Wako ‘Wako’ LP/CD (Øra Fonogram) 4/5

If you like something diverse and intriguing with a vivacious blend of cross-pollinated jazz seeds that have grown into something fresh, wild and adventurous, this is an album well worth checking out.

Coming from the vanguard of the New Wave of Nordic Jazz, Wako are one of the most original and innovative groups on the scene. Their music is vibrant with flair and dynamism, impressively traversing the full spectrum of jazz-fusion and beyond. Touring extensively since 2015, they have honed their stagecraft and performances, garnering a solid fanbase and critical acclaim along the way.

Individually, the members are part of different bands and projects, such as Hegge (Norwegian grammy award winner 2017), Megalodon Collective (Norwegian grammy nominee 2016), Espen Berg trio (NTNU ambassadors 2016), Kjetil Mulelid Trio, Kjemilie, MMO-Ensemble and the Trondheim Jazz Orchestra. Collectively on this recording, they enjoy a free-spirited romp that is bold and adventurous, with a playful exuberance that suggests they’re totally immersed in the joyfulness of making music together.

Martin Myhre Olsen and Kjetil André Mulelid’s compositions interweave order and chaos, dissonance and harmony, light and shade, and all manner of musical grit and gusto in a unique fashion. Moments of pensive serenity collapse into ecstatic frenzies. Other moments appear saturated in colourful abstract expressionism. Wako’s healthy disregard for any kind of musical purism actually makes their music a delight to experience, bringing a sense of risk-taking to music which has to be a good thing.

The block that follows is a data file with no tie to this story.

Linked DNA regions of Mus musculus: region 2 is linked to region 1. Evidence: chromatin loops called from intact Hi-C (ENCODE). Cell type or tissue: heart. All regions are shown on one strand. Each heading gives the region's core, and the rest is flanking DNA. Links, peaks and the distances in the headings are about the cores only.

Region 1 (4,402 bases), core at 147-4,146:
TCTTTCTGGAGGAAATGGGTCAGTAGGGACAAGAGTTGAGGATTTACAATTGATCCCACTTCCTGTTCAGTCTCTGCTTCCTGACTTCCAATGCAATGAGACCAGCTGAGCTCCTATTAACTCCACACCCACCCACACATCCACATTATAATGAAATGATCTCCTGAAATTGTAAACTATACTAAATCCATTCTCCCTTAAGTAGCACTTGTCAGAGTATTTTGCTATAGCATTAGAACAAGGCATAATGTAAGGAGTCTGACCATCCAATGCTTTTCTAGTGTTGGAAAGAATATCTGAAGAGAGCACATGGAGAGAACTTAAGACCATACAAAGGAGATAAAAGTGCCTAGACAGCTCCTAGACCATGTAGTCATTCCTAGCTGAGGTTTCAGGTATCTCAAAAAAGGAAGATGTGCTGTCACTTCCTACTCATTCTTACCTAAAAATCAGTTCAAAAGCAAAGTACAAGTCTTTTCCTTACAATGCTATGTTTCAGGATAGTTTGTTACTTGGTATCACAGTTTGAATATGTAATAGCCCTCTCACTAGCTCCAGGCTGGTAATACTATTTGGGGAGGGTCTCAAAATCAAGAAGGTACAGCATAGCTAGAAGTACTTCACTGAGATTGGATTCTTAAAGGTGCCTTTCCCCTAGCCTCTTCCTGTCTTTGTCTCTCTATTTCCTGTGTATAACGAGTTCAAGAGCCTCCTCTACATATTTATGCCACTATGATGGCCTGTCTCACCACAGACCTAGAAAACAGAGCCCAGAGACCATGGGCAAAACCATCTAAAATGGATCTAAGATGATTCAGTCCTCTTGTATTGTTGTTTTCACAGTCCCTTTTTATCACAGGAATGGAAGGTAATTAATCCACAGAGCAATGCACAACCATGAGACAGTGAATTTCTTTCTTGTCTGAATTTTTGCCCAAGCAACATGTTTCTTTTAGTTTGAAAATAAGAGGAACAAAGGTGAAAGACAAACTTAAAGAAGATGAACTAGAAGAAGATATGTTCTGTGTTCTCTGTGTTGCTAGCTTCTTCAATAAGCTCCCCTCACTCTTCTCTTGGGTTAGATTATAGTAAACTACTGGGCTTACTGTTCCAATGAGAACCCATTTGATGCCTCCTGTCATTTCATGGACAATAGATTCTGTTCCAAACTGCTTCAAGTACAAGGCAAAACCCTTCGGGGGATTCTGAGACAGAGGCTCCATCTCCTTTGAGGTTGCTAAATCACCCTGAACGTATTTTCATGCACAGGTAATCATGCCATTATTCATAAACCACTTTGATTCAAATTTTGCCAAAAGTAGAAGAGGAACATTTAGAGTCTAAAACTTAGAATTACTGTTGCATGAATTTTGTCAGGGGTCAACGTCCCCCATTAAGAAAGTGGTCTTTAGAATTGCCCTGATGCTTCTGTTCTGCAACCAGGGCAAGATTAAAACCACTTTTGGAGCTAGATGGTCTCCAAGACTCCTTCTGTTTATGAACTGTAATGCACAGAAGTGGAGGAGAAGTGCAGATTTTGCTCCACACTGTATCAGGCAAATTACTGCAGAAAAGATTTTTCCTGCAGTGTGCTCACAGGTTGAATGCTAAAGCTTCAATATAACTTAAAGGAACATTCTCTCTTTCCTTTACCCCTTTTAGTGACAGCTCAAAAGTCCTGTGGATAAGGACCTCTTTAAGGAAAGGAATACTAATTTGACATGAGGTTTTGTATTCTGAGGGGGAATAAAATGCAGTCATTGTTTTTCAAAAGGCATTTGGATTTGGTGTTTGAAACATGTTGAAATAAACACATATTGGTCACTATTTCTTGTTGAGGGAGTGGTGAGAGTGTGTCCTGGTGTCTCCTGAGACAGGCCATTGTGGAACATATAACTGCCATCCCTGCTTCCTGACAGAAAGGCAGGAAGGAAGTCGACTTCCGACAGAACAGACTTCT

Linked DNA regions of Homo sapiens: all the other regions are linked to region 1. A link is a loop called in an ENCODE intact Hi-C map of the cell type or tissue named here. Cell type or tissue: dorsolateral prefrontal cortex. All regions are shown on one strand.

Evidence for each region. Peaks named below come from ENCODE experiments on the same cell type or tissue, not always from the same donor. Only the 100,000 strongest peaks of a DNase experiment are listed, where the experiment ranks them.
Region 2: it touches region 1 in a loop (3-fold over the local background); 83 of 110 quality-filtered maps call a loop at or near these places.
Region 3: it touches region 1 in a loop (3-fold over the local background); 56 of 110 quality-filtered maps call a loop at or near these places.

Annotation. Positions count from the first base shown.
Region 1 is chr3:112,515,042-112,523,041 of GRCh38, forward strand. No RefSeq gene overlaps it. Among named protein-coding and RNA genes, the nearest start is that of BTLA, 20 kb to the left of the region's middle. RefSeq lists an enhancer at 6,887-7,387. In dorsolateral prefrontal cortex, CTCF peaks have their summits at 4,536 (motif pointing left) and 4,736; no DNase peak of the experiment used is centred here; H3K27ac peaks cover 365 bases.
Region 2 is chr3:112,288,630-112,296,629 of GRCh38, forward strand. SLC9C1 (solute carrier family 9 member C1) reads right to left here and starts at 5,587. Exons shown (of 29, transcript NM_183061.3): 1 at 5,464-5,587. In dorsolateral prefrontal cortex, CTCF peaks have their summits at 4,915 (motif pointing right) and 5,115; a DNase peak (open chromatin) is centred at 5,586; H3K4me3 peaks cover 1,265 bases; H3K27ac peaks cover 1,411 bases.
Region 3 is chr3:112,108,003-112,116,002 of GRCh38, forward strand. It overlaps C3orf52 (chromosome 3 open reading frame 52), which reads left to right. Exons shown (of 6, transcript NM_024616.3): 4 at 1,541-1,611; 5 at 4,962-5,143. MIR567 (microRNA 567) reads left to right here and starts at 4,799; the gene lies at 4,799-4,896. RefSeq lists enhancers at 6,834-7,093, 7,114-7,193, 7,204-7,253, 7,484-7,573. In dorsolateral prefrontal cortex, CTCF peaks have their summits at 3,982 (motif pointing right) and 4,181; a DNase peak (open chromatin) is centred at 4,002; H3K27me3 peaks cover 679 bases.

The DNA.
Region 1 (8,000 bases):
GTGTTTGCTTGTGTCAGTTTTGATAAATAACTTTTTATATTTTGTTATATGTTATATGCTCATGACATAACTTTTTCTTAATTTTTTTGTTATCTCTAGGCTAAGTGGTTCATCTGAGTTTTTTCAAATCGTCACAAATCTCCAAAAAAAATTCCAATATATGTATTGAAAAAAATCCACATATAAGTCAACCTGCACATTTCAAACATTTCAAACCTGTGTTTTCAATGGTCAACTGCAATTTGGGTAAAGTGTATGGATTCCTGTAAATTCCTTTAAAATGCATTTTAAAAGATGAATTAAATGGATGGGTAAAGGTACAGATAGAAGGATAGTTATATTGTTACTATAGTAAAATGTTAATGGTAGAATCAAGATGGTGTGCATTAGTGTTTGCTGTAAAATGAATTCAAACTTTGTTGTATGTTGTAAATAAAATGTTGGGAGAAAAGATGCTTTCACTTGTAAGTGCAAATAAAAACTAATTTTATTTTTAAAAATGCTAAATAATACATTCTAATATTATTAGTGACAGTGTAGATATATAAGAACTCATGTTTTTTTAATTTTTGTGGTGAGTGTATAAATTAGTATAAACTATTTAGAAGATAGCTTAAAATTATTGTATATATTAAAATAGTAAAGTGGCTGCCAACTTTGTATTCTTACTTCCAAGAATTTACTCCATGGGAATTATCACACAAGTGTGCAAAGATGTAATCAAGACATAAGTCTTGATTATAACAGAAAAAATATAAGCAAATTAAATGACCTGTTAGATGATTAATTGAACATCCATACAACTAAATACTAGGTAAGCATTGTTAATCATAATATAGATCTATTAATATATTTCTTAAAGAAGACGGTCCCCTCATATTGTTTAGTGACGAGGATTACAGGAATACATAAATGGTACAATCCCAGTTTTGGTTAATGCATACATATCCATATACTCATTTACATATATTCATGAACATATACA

This isn’t one of those albums where you can judge the consistency of the music as a whole. Wako’s musical palette is so varied, that the listener has to take each track as it comes, taking each piece on its own merits. Some tunes hit the spot straight away, whereas other tunes might not ever quite get there, the cohesive glue occasionally coming apart at the seams, but the accomplished way with which the musicians weave their sounds in such a decisive way is very impressive.

Personally, I love the textural layers that are used to alter the mood, highlight the drama, and heighten the tension, like a movie score or avant-garde soundscape from a different planet, the music flickers in and out of individual virtuosity and group interaction. All of the musicians involved rise to the sense of occasion on this session, including Arve Henriksen’s mercurial trumpet and sampling contributions, Rob Waring’s dynamic vibraphone playing, inventive sax performances from Jonas Kullhammar, Espen Reinertsen and Sissel Vera Pettersen, and the use of occasional synths and vocals all adding to the eclectic mix.

Band-leaders Martin Myhre Olsen and Kjetil André Mulelid have made a fine job of piecing together fragments of sound that form loose, entangled and multi-faceted melodies. Listening to this album is a little like almost completing a complicated jigsaw, only to find the last piece is missing. Rewarding, yet frustratingly not quite the finished article.

Mike Gates